Hell Is For Heroes (1962 USA)

Steve McQueen was striving to make it big in Hollywood and used the force of his ego to position himself as the star here. This didn’t endear him to the picture’s original director Robert Pirosh, who also wrote the screenplay. McQueen’s insistence on rewriting scenes and placing himself in the center of the action spoiled Piroff’s vision of a fighting unit that worked together with no single individual standing out. McQueen got Pirosh fired, and Don Siegel was hired with McQueen’s approval to take over. Siegel knew how to stroke McQueen’s fragile psyche, and in some cases, simply agreed to some of McQueen’s suggestions then did his own thing. If you keep a close eye on Private Reese (McQueen), this sense of embittered self confidence pervades his character throughout the story. He’s right even when he’s wrong. [Read more…]

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The Sand Pebbles (1966 USA)

(There are many silly hat moments in The Sand Pebbles)

In 1911 China overthrew the Manchu dynasty, which in its weakened state, over the last century had sold off parcels of real estate outright controlled by European powers and later by Japan as well. The United States controlled no territory outright as other powers did, but the Americans did insist on extraterritoriality involving their citizens doing business there. What that meant was that US citizens were not subject to Chinese laws, civil or criminal. Matters involving them went to American courts. Other powers had those same treaties. That was resented. Westerners were resented. Japanese were resented most of all because they were fellow Asians doing it to the Chinese but this tale is only concerned with Americans. [Read more…]

The Blob (1958 USA)

Hardly substantial enough to be a guilty pleasure, let alone a cult film: a giant quivering mound of raspberry (or is it blackcurrant?) jelly chasing – and often catching – fleeing, highly respectable teenagers on a weekend night. From the moment we hear Burt Bacharach’s opening theme song “Beware of the Blob!” we know we’re in for a good, solid, campy light hearted fun. Refreshingly free of any scientific investigation/jargon. I like to watch this stuff for historical reasons: the 50’s cars, teens in high collar shirts and high pants, crime-free suburbia, Polio posters, proper girls, crooked teeth, chess games, super friendly cops… [Read more…]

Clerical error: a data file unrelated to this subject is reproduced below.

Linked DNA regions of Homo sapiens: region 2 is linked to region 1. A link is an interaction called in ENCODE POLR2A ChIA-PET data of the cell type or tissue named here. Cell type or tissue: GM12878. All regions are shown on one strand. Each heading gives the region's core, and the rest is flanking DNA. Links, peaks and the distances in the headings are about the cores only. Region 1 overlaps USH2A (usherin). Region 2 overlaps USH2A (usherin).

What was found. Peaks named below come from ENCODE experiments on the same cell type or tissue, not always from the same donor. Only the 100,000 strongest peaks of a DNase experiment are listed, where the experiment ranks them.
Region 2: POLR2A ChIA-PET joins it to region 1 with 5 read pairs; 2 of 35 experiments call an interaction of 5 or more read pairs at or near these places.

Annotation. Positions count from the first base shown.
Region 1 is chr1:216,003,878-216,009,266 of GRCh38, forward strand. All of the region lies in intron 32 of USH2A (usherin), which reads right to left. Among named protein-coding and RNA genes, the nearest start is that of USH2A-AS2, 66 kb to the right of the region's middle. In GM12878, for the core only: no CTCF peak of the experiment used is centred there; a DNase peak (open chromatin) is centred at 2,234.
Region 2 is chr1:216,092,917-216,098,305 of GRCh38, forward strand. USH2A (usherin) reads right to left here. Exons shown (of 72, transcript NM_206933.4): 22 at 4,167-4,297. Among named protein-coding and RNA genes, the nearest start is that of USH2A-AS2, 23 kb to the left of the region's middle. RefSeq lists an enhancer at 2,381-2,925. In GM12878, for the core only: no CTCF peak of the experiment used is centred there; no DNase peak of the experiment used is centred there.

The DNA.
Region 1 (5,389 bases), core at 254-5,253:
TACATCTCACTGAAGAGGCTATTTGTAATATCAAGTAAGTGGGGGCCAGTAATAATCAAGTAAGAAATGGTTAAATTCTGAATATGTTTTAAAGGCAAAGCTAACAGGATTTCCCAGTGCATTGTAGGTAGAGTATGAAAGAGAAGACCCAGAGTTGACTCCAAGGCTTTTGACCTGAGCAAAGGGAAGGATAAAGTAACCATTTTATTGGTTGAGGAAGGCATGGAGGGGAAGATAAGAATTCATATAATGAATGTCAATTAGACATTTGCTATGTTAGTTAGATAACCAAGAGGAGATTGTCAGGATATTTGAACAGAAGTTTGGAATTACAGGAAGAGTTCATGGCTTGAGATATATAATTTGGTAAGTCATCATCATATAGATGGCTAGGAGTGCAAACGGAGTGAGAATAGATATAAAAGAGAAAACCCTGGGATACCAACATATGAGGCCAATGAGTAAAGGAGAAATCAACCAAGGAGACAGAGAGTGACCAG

The Great Escape (1963 USA)

greatescape6-061315By 1963 audiences were becoming bored with re-living heroic World War Two exploits, Teenage filmgoers were too young to remember it and were tired of seeing their dads’ er…’doings’, (yuck! – sorry) which made their own lives feel smaller & duller. But “The Great Escape” depicted a failed breakout from an inglorious captivity. It managed to combine the expected set pieces of tension and ‘doings’ (yuck again!) with an incipient 60’s individualism. [Read more…]

The Getaway (1972 USA)

getaway72sm-cl1b-jktSick and tired of new releases I can’t get through 45 minutes of, I went back to this classic. What a breath of fresh air this heist/chase film turned out to be. At two hours and three minutes, it’s remarkably well paced and tension filled – it never falters. One of the many things that gives 1972’s The Getaway the edge over its now almost-forgotten 1994 remake is that, unlike Alec Baldwin, Steve McQueen doesn’t act like a movie star – he is a movie star. From the days when cool was what you were, not what you wore or owned. [Read more…]

The Cincinnanati Kid (1965 USA)

cincigray-cl1-jktcu“To be the man, you got to beat the man.” You can learn so much from this shameless audience pleaser. Like how to make the wrong move at the right time. Poker can be a fascinating ‘holy’ game, and it therefore makes a strong base for a film. How could this not be great entertainment? Particularly with the big guns Hollywood has on display here: Steve McQueen, Ann-Margret, Edward G Robinson, Rip Torn etc. Plus a soulfully tense theme song belted out by Ray Charles. Its a winning hand. You just gotta know how to hold em & fold em. [Read more…]

Steve McQueen – Tales Of A Lurid Life (Darwin Porter)

Darwin PorterSo Steve was a Queen. According to notorious biographer, Darwin Porter. There is more gay sex contained in these pages than even George Michael could handle. I needed asbestos gloves to protect myself from the social diseases leaping off the text. The author is one sick bastard. He lives with cats in a New York city apartment. Of course he would. It’s ridiculous semi-fiction, with personal conversations somehow “recorded” and enough smutty talk to fill a swamp. I was laughing every other paragraph or so from the way this writer lays out each scene for us. This is like two schoolgirls gossiping behind the bike sheds. Man, this dude Porter must have been a very busy fly on many walls. Where is a swat when you need one?!
[Read more…]

BULLITT (1968 United States)

8767The first lone-wolf cop story plays by the rules of the genre it spawned, featuring a charismatic, outsider type who carries a badge and an attitude directed as much against the egos and hubris of his superiors as against the criminal element. [Read more…]

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